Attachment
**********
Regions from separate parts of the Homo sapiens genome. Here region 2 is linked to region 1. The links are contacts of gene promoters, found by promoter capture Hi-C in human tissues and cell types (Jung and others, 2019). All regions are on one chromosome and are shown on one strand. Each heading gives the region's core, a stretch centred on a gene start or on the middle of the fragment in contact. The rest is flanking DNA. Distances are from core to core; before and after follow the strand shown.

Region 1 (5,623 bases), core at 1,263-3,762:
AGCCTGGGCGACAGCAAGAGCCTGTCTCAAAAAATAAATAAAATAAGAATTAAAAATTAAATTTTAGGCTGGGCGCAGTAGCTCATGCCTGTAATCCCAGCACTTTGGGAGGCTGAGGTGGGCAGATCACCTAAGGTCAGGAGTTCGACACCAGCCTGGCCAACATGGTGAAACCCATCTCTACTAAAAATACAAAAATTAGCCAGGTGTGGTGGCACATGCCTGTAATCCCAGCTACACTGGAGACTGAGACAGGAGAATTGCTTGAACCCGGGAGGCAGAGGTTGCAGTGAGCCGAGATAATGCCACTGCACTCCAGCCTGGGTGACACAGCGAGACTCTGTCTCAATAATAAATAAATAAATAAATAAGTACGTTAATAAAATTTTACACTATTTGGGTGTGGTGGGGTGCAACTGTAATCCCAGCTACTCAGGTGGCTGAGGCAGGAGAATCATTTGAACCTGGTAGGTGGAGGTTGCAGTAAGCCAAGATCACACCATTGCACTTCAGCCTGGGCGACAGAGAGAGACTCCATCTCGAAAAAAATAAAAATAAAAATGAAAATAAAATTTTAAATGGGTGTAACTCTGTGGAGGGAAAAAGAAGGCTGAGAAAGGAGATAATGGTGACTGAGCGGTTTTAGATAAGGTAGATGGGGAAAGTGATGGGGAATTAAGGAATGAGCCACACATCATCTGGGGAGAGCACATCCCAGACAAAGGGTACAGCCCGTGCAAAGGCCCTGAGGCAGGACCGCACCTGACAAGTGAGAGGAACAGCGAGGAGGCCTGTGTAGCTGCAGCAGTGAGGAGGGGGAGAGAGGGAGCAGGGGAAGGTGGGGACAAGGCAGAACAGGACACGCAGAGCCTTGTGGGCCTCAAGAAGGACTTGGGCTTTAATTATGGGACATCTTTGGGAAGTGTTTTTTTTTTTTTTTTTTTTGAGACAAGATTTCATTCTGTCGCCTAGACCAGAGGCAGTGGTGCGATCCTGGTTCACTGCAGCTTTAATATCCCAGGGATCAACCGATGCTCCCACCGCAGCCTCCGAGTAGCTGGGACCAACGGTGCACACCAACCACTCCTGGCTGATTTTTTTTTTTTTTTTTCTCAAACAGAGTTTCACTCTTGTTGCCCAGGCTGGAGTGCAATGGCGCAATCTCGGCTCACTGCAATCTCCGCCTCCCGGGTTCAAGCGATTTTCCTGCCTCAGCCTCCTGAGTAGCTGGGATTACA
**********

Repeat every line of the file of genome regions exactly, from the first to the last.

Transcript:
Regions from separate parts of the Homo sapiens genome. Here region 2 is linked to region 1. The links are contacts of gene promoters, found by promoter capture Hi-C in human tissues and cell types (Jung and others, 2019). All regions are on one chromosome and are shown on one strand. Each heading gives the region's core, a stretch centred on a gene start or on the middle of the fragment in contact. The rest is flanking DNA. Distances are from core to core; before and after follow the strand shown.

Region 1 (5,623 bases), core at 1,263-3,762:
AGCCTGGGCGACAGCAAGAGCCTGTCTCAAAAAATAAATAAAATAAGAATTAAAAATTAAATTTTAGGCTGGGCGCAGTAGCTCATGCCTGTAATCCCAGCACTTTGGGAGGCTGAGGTGGGCAGATCACCTAAGGTCAGGAGTTCGACACCAGCCTGGCCAACATGGTGAAACCCATCTCTACTAAAAATACAAAAATTAGCCAGGTGTGGTGGCACATGCCTGTAATCCCAGCTACACTGGAGACTGAGACAGGAGAATTGCTTGAACCCGGGAGGCAGAGGTTGCAGTGAGCCGAGATAATGCCACTGCACTCCAGCCTGGGTGACACAGCGAGACTCTGTCTCAATAATAAATAAATAAATAAATAAGTACGTTAATAAAATTTTACACTATTTGGGTGTGGTGGGGTGCAACTGTAATCCCAGCTACTCAGGTGGCTGAGGCAGGAGAATCATTTGAACCTGGTAGGTGGAGGTTGCAGTAAGCCAAGATCACACCATTGCACTTCAGCCTGGGCGACAGAGAGAGACTCCATCTCGAAAAAAATAAAAATAAAAATGAAAATAAAATTTTAAATGGGTGTAACTCTGTGGAGGGAAAAAGAAGGCTGAGAAAGGAGATAATGGTGACTGAGCGGTTTTAGATAAGGTAGATGGGGAAAGTGATGGGGAATTAAGGAATGAGCCACACATCATCTGGGGAGAGCACATCCCAGACAAAGGGTACAGCCCGTGCAAAGGCCCTGAGGCAGGACCGCACCTGACAAGTGAGAGGAACAGCGAGGAGGCCTGTGTAGCTGCAGCAGTGAGGAGGGGGAGAGAGGGAGCAGGGGAAGGTGGGGACAAGGCAGAACAGGACACGCAGAGCCTTGTGGGCCTCAAGAAGGACTTGGGCTTTAATTATGGGACATCTTTGGGAAGTGTTTTTTTTTTTTTTTTTTTTGAGACAAGATTTCATTCTGTCGCCTAGACCAGAGGCAGTGGTGCGATCCTGGTTCACTGCAGCTTTAATATCCCAGGGATCAACCGATGCTCCCACCGCAGCCTCCGAGTAGCTGGGACCAACGGTGCACACCAACCACTCCTGGCTGATTTTTTTTTTTTTTTTTCTCAAACAGAGTTTCACTCTTGTTGCCCAGGCTGGAGTGCAATGGCGCAATCTCGGCTCACTGCAATCTCCGCCTCCCGGGTTCAAGCGATTTTCCTGCCTCAGCCTCCTGAGTAGCTGGGATTACA